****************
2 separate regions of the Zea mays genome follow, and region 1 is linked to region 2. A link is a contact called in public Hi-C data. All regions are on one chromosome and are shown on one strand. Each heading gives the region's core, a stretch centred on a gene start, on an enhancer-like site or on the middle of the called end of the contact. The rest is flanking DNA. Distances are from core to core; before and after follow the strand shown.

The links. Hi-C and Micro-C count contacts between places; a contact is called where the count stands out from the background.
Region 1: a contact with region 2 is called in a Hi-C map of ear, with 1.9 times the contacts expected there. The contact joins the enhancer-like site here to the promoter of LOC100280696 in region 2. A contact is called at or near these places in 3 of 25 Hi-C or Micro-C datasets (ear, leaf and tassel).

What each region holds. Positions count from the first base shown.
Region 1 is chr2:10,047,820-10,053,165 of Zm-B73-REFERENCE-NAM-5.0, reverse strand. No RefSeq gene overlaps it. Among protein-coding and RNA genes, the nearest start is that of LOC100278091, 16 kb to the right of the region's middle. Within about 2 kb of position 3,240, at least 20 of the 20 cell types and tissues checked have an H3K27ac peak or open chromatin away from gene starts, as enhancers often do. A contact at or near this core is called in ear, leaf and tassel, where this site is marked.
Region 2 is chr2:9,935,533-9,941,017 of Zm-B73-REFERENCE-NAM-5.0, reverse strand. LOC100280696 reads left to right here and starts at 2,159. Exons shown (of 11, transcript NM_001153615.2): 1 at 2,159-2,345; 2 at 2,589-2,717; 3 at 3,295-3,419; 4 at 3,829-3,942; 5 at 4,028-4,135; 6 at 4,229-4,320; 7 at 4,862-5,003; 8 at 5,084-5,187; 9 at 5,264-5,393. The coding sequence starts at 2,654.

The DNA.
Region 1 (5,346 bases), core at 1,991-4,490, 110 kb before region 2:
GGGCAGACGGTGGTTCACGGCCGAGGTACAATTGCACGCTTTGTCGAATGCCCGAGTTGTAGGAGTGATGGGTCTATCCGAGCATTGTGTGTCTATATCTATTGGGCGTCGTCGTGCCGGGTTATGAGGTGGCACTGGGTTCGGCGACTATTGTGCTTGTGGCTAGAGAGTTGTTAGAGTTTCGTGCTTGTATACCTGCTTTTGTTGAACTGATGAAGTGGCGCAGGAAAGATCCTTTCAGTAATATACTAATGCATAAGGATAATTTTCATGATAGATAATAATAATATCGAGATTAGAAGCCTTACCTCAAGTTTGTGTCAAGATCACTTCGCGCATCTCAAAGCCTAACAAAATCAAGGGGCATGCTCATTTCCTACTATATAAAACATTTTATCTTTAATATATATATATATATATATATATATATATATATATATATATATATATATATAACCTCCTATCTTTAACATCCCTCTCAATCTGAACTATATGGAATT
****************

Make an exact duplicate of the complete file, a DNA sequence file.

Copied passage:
2 separate regions of the Zea mays genome follow, and region 1 is linked to region 2. A link is a contact called in public Hi-C data. All regions are on one chromosome and are shown on one strand. Each heading gives the region's core, a stretch centred on a gene start, on an enhancer-like site or on the middle of the called end of the contact. The rest is flanking DNA. Distances are from core to core; before and after follow the strand shown.

The links. Hi-C and Micro-C count contacts between places; a contact is called where the count stands out from the background.
Region 1: a contact with region 2 is called in a Hi-C map of ear, with 1.9 times the contacts expected there. The contact joins the enhancer-like site here to the promoter of LOC100280696 in region 2. A contact is called at or near these places in 3 of 25 Hi-C or Micro-C datasets (ear, leaf and tassel).

What each region holds. Positions count from the first base shown.
Region 1 is chr2:10,047,820-10,053,165 of Zm-B73-REFERENCE-NAM-5.0, reverse strand. No RefSeq gene overlaps it. Among protein-coding and RNA genes, the nearest start is that of LOC100278091, 16 kb to the right of the region's middle. Within about 2 kb of position 3,240, at least 20 of the 20 cell types and tissues checked have an H3K27ac peak or open chromatin away from gene starts, as enhancers often do. A contact at or near this core is called in ear, leaf and tassel, where this site is marked.
Region 2 is chr2:9,935,533-9,941,017 of Zm-B73-REFERENCE-NAM-5.0, reverse strand. LOC100280696 reads left to right here and starts at 2,159. Exons shown (of 11, transcript NM_001153615.2): 1 at 2,159-2,345; 2 at 2,589-2,717; 3 at 3,295-3,419; 4 at 3,829-3,942; 5 at 4,028-4,135; 6 at 4,229-4,320; 7 at 4,862-5,003; 8 at 5,084-5,187; 9 at 5,264-5,393. The coding sequence starts at 2,654.

The DNA.
Region 1 (5,346 bases), core at 1,991-4,490, 110 kb before region 2:
GGGCAGACGGTGGTTCACGGCCGAGGTACAATTGCACGCTTTGTCGAATGCCCGAGTTGTAGGAGTGATGGGTCTATCCGAGCATTGTGTGTCTATATCTATTGGGCGTCGTCGTGCCGGGTTATGAGGTGGCACTGGGTTCGGCGACTATTGTGCTTGTGGCTAGAGAGTTGTTAGAGTTTCGTGCTTGTATACCTGCTTTTGTTGAACTGATGAAGTGGCGCAGGAAAGATCCTTTCAGTAATATACTAATGCATAAGGATAATTTTCATGATAGATAATAATAATATCGAGATTAGAAGCCTTACCTCAAGTTTGTGTCAAGATCACTTCGCGCATCTCAAAGCCTAACAAAATCAAGGGGCATGCTCATTTCCTACTATATAAAACATTTTATCTTTAATATATATATATATATATATATATATATATATATATATATATATATATATATAACCTCCTATCTTTAACATCCCTCTCAATCTGAACTATATGGAATT